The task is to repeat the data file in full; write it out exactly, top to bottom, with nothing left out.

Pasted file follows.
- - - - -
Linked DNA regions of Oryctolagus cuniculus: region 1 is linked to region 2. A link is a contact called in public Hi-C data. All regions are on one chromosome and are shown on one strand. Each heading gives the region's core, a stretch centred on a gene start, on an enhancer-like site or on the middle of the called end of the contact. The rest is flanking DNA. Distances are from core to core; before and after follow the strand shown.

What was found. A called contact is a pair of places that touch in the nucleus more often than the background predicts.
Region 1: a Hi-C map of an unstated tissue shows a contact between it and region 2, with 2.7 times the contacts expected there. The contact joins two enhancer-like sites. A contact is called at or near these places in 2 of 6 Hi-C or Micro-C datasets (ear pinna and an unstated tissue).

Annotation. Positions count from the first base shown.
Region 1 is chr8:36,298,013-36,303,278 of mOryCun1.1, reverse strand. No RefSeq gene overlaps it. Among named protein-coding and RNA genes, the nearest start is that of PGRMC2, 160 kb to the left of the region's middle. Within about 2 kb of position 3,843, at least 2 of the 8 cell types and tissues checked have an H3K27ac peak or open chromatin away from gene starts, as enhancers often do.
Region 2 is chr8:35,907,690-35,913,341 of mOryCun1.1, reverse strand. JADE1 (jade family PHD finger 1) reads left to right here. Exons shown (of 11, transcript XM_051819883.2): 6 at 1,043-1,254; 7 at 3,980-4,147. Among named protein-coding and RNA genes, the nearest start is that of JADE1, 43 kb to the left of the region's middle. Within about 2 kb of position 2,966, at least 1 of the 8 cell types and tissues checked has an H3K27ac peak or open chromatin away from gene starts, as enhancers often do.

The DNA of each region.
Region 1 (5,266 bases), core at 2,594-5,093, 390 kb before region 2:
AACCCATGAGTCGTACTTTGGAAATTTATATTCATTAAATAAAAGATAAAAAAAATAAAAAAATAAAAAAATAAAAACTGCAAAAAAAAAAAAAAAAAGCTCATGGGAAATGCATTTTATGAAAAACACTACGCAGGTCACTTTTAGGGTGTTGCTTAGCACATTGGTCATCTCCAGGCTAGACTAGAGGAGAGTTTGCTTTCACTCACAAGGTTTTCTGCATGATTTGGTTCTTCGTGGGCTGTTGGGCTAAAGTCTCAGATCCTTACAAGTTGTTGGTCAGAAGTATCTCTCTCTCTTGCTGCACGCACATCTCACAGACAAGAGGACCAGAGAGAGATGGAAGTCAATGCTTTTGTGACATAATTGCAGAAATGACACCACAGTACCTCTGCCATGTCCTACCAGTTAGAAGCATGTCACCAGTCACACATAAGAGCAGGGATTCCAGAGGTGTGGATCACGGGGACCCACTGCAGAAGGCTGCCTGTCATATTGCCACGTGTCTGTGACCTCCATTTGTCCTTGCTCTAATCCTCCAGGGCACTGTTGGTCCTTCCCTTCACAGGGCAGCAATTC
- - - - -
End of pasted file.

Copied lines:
Linked DNA regions of Oryctolagus cuniculus: region 1 is linked to region 2. A link is a contact called in public Hi-C data. All regions are on one chromosome and are shown on one strand. Each heading gives the region's core, a stretch centred on a gene start, on an enhancer-like site or on the middle of the called end of the contact. The rest is flanking DNA. Distances are from core to core; before and after follow the strand shown.

What was found. A called contact is a pair of places that touch in the nucleus more often than the background predicts.
Region 1: a Hi-C map of an unstated tissue shows a contact between it and region 2, with 2.7 times the contacts expected there. The contact joins two enhancer-like sites. A contact is called at or near these places in 2 of 6 Hi-C or Micro-C datasets (ear pinna and an unstated tissue).

Annotation. Positions count from the first base shown.
Region 1 is chr8:36,298,013-36,303,278 of mOryCun1.1, reverse strand. No RefSeq gene overlaps it. Among named protein-coding and RNA genes, the nearest start is that of PGRMC2, 160 kb to the left of the region's middle. Within about 2 kb of position 3,843, at least 2 of the 8 cell types and tissues checked have an H3K27ac peak or open chromatin away from gene starts, as enhancers often do.
Region 2 is chr8:35,907,690-35,913,341 of mOryCun1.1, reverse strand. JADE1 (jade family PHD finger 1) reads left to right here. Exons shown (of 11, transcript XM_051819883.2): 6 at 1,043-1,254; 7 at 3,980-4,147. Among named protein-coding and RNA genes, the nearest start is that of JADE1, 43 kb to the left of the region's middle. Within about 2 kb of position 2,966, at least 1 of the 8 cell types and tissues checked has an H3K27ac peak or open chromatin away from gene starts, as enhancers often do.

The DNA of each region.
Region 1 (5,266 bases), core at 2,594-5,093, 390 kb before region 2:
AACCCATGAGTCGTACTTTGGAAATTTATATTCATTAAATAAAAGATAAAAAAAATAAAAAAATAAAAAAATAAAAACTGCAAAAAAAAAAAAAAAAAGCTCATGGGAAATGCATTTTATGAAAAACACTACGCAGGTCACTTTTAGGGTGTTGCTTAGCACATTGGTCATCTCCAGGCTAGACTAGAGGAGAGTTTGCTTTCACTCACAAGGTTTTCTGCATGATTTGGTTCTTCGTGGGCTGTTGGGCTAAAGTCTCAGATCCTTACAAGTTGTTGGTCAGAAGTATCTCTCTCTCTTGCTGCACGCACATCTCACAGACAAGAGGACCAGAGAGAGATGGAAGTCAATGCTTTTGTGACATAATTGCAGAAATGACACCACAGTACCTCTGCCATGTCCTACCAGTTAGAAGCATGTCACCAGTCACACATAAGAGCAGGGATTCCAGAGGTGTGGATCACGGGGACCCACTGCAGAAGGCTGCCTGTCATATTGCCACGTGTCTGTGACCTCCATTTGTCCTTGCTCTAATCCTCCAGGGCACTGTTGGTCCTTCCCTTCACAGGGCAGCAATTC